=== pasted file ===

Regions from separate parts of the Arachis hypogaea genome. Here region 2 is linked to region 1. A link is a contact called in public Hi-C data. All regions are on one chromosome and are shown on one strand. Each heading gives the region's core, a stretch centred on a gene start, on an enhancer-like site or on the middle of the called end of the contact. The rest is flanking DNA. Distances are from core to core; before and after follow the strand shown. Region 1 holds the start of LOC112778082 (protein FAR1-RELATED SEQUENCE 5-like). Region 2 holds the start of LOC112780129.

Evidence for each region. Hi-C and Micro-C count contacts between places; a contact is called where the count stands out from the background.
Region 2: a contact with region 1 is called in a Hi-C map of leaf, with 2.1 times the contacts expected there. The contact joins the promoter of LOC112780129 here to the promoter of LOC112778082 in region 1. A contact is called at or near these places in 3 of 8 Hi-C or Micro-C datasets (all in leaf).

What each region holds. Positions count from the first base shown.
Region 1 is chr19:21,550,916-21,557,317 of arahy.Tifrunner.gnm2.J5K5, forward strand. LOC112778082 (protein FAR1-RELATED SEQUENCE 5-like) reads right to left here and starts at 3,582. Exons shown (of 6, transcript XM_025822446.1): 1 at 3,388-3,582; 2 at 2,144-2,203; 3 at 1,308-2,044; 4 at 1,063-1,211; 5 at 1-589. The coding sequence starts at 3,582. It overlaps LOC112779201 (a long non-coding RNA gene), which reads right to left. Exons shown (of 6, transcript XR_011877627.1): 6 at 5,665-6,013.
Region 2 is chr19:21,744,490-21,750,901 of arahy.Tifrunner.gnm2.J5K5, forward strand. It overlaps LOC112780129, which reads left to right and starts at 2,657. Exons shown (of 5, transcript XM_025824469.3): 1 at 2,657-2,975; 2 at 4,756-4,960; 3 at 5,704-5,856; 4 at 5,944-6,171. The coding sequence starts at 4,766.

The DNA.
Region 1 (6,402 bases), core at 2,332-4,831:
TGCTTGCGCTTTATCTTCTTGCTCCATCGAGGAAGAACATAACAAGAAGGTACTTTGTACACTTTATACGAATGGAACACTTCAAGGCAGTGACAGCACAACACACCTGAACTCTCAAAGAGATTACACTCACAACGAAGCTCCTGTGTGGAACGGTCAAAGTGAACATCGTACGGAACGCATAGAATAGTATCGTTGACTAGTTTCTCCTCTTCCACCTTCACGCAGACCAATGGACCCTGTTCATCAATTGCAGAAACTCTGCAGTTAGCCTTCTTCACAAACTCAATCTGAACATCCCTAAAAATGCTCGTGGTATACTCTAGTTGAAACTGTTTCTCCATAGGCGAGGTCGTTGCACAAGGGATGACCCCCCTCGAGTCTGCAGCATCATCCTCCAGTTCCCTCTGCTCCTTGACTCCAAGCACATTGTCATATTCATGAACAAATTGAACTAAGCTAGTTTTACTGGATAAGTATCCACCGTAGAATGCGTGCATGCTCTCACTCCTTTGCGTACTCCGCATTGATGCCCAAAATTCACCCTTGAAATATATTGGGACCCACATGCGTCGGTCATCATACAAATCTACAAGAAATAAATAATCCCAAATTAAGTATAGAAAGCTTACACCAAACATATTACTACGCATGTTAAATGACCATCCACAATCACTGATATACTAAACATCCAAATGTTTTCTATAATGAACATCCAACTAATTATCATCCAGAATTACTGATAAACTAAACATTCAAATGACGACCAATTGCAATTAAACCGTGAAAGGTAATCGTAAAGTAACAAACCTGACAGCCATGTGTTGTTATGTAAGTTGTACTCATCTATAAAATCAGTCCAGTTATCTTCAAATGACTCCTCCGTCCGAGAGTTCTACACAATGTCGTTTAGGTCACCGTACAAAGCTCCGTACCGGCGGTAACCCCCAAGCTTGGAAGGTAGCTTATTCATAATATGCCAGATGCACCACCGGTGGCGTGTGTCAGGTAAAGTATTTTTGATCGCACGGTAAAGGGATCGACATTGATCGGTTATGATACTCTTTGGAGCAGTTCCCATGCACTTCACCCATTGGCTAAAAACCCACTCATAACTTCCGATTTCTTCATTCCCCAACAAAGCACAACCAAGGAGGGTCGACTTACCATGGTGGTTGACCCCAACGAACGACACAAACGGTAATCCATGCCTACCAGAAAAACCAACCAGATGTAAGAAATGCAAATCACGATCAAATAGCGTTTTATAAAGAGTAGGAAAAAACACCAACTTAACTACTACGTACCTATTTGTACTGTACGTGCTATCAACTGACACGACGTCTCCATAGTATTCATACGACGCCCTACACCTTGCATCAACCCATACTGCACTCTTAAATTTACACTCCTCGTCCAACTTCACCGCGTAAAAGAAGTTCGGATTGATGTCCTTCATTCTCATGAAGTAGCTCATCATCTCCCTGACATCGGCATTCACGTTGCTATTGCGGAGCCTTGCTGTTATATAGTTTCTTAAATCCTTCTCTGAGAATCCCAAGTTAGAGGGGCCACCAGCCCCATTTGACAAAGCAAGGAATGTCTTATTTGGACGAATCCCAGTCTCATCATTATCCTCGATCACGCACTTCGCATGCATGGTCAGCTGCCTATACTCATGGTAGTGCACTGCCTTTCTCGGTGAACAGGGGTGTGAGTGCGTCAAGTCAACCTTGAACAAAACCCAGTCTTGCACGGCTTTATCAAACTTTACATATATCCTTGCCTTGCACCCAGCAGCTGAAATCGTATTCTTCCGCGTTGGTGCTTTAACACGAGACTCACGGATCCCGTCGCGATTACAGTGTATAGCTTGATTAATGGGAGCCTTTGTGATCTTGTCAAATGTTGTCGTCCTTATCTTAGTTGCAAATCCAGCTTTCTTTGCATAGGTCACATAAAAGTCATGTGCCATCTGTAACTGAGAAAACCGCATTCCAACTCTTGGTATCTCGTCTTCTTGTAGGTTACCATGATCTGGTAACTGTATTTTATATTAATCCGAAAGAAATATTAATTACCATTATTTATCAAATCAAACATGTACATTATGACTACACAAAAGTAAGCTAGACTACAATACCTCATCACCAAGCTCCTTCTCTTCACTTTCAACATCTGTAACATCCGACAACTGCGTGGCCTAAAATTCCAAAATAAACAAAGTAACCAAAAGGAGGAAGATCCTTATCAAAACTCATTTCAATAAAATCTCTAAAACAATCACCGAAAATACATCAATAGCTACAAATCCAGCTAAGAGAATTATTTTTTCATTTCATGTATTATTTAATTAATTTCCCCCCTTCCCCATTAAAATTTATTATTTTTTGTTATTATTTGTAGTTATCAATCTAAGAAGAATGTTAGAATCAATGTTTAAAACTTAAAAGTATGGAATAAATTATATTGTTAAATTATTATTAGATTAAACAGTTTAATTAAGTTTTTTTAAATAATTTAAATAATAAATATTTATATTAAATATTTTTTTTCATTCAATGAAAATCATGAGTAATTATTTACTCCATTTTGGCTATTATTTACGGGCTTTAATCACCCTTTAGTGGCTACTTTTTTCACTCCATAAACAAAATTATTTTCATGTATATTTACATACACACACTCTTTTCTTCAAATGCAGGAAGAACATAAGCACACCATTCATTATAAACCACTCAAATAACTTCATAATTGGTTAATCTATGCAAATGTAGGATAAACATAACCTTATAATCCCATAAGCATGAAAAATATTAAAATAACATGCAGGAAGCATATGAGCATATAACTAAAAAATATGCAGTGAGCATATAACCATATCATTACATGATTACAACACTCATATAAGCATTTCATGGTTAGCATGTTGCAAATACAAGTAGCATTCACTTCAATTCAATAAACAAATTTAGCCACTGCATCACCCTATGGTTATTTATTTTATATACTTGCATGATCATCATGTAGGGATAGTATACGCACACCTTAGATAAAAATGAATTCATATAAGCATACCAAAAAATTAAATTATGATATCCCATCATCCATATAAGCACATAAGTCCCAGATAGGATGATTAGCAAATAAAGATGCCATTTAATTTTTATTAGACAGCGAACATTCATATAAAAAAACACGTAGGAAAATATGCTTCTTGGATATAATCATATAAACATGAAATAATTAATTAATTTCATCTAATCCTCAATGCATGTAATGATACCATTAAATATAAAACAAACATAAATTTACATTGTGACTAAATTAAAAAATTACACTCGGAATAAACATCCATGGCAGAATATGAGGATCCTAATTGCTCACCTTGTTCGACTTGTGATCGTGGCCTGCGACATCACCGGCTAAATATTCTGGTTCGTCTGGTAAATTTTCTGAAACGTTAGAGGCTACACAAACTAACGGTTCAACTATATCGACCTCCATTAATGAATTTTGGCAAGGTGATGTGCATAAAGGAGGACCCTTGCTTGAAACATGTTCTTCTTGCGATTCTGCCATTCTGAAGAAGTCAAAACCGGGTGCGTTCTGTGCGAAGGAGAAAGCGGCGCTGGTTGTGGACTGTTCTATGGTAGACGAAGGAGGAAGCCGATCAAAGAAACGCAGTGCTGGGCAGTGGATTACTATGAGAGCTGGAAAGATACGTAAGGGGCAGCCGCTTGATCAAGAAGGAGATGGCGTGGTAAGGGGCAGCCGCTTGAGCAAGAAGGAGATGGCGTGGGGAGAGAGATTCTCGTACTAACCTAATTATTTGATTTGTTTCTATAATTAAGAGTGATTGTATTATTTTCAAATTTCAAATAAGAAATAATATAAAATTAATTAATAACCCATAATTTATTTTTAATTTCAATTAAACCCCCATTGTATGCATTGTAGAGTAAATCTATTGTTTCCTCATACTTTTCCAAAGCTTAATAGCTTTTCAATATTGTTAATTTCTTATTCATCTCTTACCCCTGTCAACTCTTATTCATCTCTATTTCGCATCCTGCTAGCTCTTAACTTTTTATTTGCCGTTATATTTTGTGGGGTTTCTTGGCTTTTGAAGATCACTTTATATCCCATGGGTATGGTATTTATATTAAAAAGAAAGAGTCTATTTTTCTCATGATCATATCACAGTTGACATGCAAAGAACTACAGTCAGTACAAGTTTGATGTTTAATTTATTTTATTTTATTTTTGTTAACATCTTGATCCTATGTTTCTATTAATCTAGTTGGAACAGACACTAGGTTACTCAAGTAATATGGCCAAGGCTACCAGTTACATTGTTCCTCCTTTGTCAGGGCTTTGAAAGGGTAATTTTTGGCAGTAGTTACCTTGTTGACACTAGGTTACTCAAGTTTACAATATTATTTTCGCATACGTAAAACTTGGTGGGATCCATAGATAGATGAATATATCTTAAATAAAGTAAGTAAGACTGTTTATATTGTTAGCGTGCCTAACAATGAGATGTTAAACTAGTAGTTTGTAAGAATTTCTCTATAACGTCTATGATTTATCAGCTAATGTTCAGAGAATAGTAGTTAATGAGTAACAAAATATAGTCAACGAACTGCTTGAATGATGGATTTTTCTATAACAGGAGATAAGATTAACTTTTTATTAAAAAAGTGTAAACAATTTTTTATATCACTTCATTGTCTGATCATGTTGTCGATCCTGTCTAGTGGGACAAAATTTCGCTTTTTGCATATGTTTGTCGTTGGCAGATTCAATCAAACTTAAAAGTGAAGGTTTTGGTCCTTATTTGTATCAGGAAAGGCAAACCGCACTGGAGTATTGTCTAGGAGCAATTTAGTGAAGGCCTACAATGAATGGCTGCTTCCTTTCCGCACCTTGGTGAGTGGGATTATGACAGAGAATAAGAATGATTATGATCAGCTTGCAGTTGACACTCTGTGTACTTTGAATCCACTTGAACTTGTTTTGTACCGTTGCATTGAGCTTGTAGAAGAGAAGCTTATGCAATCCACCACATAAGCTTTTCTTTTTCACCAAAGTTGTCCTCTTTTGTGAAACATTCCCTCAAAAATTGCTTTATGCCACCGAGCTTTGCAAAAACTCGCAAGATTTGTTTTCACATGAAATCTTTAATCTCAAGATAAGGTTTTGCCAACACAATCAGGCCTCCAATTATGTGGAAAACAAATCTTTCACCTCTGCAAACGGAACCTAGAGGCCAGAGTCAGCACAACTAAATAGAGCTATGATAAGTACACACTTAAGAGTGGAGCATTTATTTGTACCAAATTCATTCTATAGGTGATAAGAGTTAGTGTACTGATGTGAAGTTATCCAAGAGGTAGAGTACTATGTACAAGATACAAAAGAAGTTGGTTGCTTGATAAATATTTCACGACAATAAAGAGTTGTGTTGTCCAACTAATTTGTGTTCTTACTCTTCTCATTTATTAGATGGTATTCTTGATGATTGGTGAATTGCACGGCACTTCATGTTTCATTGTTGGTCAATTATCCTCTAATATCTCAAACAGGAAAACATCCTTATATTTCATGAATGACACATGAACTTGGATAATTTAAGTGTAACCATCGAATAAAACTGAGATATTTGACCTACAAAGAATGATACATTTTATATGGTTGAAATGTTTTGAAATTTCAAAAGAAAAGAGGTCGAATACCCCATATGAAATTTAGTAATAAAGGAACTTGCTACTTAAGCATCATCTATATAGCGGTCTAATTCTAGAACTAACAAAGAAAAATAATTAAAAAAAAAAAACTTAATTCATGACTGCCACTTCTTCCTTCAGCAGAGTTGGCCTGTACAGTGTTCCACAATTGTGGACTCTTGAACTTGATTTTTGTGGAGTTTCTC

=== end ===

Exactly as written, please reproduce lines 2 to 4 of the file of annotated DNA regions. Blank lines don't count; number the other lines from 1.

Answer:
Evidence for each region. Hi-C and Micro-C count contacts between places; a contact is called where the count stands out from the background.
Region 2: a contact with region 1 is called in a Hi-C map of leaf, with 2.1 times the contacts expected there. The contact joins the promoter of LOC112780129 here to the promoter of LOC112778082 in region 1. A contact is called at or near these places in 3 of 8 Hi-C or Micro-C datasets (all in leaf).

What each region holds. Positions count from the first base shown.